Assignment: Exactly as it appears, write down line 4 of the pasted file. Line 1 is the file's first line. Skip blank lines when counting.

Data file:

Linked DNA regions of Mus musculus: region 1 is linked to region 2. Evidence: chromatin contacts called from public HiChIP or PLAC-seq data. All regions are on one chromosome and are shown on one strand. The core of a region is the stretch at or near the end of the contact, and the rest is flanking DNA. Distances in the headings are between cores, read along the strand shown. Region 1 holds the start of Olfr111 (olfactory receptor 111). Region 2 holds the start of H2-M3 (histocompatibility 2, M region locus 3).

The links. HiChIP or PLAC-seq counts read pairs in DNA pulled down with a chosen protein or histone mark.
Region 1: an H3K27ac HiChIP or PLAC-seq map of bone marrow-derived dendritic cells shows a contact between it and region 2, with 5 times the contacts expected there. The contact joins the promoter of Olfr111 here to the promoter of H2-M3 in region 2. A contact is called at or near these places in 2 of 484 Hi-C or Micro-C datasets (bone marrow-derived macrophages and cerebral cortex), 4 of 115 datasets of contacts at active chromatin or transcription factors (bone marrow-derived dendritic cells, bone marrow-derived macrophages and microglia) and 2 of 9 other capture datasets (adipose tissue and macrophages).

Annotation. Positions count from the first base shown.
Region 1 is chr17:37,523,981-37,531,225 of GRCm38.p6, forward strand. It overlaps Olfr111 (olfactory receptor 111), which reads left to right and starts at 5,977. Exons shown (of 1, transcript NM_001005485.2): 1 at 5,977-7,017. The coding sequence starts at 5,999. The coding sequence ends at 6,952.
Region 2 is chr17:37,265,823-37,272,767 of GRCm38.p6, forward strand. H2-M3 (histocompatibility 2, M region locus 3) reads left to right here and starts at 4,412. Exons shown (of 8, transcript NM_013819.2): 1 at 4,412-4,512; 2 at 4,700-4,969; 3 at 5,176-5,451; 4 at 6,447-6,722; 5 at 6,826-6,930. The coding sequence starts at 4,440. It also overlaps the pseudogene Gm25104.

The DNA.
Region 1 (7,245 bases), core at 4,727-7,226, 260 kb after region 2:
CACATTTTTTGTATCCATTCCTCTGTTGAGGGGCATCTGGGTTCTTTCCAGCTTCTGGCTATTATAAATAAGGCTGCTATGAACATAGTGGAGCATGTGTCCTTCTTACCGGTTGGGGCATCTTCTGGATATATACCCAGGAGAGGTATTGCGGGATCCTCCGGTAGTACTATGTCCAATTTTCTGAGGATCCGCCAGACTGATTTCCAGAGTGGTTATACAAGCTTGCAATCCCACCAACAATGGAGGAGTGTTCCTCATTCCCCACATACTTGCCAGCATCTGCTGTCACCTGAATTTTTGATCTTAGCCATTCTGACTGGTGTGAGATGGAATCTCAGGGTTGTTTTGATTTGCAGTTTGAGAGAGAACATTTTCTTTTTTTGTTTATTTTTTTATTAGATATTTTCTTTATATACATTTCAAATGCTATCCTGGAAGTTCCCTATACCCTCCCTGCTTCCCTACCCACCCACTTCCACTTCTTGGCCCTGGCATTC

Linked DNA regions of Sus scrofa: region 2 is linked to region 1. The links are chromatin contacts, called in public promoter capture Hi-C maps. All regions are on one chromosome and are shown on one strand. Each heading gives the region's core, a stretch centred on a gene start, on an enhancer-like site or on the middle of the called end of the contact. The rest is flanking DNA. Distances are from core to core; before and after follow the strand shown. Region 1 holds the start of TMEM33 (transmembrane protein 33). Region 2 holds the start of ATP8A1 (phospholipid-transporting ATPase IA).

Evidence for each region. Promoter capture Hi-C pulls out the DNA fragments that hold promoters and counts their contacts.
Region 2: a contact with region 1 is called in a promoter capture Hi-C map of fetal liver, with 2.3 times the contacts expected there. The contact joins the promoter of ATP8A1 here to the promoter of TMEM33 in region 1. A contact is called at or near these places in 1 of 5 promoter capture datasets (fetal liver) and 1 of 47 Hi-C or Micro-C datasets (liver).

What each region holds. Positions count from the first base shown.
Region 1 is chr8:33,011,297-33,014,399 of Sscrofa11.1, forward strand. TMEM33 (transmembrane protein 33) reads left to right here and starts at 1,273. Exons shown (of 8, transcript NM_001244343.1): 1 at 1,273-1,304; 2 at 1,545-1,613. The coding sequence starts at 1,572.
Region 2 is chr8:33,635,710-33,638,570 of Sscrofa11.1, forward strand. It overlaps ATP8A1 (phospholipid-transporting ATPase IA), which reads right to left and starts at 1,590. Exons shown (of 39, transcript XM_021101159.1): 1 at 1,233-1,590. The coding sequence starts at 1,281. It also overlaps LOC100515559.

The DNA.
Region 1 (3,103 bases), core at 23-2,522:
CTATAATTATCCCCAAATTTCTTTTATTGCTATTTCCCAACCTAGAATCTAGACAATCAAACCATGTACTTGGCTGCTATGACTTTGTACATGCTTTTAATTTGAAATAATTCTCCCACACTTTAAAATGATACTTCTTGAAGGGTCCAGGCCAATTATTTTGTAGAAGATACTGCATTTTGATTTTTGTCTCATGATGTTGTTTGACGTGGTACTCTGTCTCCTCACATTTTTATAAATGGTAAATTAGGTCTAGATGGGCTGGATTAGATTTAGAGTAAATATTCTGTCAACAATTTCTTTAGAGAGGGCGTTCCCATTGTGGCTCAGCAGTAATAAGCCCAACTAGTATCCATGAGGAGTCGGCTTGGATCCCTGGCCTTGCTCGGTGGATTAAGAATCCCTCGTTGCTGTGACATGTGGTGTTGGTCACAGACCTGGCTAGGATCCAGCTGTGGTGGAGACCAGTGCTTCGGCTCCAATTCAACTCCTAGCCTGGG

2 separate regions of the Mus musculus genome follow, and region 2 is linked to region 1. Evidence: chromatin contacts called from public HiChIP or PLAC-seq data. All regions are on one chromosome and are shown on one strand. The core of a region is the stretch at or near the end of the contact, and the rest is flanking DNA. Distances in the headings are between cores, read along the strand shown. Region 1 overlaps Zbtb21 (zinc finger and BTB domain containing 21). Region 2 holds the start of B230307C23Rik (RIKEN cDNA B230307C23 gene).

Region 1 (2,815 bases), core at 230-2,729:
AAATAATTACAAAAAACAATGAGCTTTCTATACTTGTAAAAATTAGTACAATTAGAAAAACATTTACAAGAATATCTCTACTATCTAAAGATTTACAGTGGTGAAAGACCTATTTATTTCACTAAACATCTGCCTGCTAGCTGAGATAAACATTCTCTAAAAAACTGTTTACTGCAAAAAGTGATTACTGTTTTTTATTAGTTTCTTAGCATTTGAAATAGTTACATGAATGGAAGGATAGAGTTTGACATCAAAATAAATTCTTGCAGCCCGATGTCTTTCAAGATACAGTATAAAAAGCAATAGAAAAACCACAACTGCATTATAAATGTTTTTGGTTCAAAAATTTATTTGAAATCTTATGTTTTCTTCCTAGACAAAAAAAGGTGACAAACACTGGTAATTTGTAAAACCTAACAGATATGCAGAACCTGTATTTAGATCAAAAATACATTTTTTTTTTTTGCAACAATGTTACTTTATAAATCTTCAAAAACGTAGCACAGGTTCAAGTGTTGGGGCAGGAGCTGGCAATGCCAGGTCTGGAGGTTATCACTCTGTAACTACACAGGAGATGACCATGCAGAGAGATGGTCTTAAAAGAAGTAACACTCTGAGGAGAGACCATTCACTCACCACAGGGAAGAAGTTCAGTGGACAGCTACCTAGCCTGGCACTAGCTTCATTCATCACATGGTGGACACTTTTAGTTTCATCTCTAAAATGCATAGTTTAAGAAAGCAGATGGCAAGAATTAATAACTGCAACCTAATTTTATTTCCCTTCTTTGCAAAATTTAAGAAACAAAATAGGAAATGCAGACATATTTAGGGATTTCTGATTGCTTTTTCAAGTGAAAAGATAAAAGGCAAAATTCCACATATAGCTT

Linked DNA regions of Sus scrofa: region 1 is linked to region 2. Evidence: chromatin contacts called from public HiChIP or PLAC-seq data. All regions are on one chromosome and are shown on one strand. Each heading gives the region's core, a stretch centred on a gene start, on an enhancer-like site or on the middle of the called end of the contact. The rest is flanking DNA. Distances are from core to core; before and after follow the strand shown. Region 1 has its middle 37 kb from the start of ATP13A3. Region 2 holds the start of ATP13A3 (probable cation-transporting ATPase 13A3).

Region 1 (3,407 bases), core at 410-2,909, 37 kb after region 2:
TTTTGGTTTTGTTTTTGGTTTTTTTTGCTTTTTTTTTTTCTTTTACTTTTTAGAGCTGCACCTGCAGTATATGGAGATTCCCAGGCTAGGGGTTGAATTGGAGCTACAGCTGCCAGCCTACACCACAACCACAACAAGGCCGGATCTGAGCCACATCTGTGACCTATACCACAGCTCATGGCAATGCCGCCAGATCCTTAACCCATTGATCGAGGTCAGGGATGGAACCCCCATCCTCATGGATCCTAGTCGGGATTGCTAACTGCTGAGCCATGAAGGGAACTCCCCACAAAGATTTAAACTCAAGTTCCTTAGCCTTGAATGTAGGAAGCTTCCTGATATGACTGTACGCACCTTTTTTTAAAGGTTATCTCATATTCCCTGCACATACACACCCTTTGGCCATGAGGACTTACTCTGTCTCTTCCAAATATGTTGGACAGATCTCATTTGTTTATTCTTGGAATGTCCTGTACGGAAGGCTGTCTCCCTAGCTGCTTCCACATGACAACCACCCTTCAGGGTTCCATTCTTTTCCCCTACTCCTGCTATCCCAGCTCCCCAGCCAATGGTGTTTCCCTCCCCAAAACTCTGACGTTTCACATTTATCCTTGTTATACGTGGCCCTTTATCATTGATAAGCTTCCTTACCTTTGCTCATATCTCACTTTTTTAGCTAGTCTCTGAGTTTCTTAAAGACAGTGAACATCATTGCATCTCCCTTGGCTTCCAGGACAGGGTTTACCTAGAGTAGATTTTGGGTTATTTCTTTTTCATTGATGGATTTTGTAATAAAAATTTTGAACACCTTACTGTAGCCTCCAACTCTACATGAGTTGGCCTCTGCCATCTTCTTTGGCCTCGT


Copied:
Annotation. Positions count from the first base shown.